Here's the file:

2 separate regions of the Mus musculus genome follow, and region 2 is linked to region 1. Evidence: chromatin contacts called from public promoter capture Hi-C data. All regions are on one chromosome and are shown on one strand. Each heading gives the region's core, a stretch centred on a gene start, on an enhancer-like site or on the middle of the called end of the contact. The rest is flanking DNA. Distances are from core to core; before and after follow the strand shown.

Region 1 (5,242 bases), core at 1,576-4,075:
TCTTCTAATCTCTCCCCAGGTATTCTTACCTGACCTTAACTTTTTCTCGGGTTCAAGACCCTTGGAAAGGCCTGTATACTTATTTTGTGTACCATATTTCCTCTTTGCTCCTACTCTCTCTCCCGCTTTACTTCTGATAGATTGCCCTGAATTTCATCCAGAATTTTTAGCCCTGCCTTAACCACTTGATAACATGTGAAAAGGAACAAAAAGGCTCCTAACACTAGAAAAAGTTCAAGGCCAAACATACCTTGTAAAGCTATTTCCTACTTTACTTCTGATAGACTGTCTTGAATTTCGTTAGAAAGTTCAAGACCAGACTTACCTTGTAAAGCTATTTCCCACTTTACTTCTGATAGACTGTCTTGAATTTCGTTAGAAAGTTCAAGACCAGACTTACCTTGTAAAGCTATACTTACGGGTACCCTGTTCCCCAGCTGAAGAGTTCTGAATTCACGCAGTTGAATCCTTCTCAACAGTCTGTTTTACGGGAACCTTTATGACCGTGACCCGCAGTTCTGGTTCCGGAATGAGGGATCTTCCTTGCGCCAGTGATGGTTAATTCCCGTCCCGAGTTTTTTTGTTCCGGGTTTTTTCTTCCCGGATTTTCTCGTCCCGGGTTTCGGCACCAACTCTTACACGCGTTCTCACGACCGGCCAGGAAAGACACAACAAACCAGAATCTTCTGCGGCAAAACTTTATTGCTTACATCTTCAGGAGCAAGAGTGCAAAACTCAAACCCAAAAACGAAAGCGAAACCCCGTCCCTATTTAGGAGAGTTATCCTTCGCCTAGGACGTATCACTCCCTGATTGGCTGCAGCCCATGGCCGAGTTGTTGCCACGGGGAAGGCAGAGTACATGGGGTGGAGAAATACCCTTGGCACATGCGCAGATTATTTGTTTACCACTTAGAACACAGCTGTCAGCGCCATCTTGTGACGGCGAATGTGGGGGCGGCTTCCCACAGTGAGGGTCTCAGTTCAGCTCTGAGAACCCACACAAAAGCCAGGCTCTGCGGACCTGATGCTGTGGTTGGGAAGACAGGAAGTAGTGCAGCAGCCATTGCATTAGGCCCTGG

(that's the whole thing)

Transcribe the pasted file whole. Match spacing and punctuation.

2 separate regions of the Mus musculus genome follow, and region 2 is linked to region 1. Evidence: chromatin contacts called from public promoter capture Hi-C data. All regions are on one chromosome and are shown on one strand. Each heading gives the region's core, a stretch centred on a gene start, on an enhancer-like site or on the middle of the called end of the contact. The rest is flanking DNA. Distances are from core to core; before and after follow the strand shown.

Region 1 (5,242 bases), core at 1,576-4,075:
TCTTCTAATCTCTCCCCAGGTATTCTTACCTGACCTTAACTTTTTCTCGGGTTCAAGACCCTTGGAAAGGCCTGTATACTTATTTTGTGTACCATATTTCCTCTTTGCTCCTACTCTCTCTCCCGCTTTACTTCTGATAGATTGCCCTGAATTTCATCCAGAATTTTTAGCCCTGCCTTAACCACTTGATAACATGTGAAAAGGAACAAAAAGGCTCCTAACACTAGAAAAAGTTCAAGGCCAAACATACCTTGTAAAGCTATTTCCTACTTTACTTCTGATAGACTGTCTTGAATTTCGTTAGAAAGTTCAAGACCAGACTTACCTTGTAAAGCTATTTCCCACTTTACTTCTGATAGACTGTCTTGAATTTCGTTAGAAAGTTCAAGACCAGACTTACCTTGTAAAGCTATACTTACGGGTACCCTGTTCCCCAGCTGAAGAGTTCTGAATTCACGCAGTTGAATCCTTCTCAACAGTCTGTTTTACGGGAACCTTTATGACCGTGACCCGCAGTTCTGGTTCCGGAATGAGGGATCTTCCTTGCGCCAGTGATGGTTAATTCCCGTCCCGAGTTTTTTTGTTCCGGGTTTTTTCTTCCCGGATTTTCTCGTCCCGGGTTTCGGCACCAACTCTTACACGCGTTCTCACGACCGGCCAGGAAAGACACAACAAACCAGAATCTTCTGCGGCAAAACTTTATTGCTTACATCTTCAGGAGCAAGAGTGCAAAACTCAAACCCAAAAACGAAAGCGAAACCCCGTCCCTATTTAGGAGAGTTATCCTTCGCCTAGGACGTATCACTCCCTGATTGGCTGCAGCCCATGGCCGAGTTGTTGCCACGGGGAAGGCAGAGTACATGGGGTGGAGAAATACCCTTGGCACATGCGCAGATTATTTGTTTACCACTTAGAACACAGCTGTCAGCGCCATCTTGTGACGGCGAATGTGGGGGCGGCTTCCCACAGTGAGGGTCTCAGTTCAGCTCTGAGAACCCACACAAAAGCCAGGCTCTGCGGACCTGATGCTGTGGTTGGGAAGACAGGAAGTAGTGCAGCAGCCATTGCATTAGGCCCTGG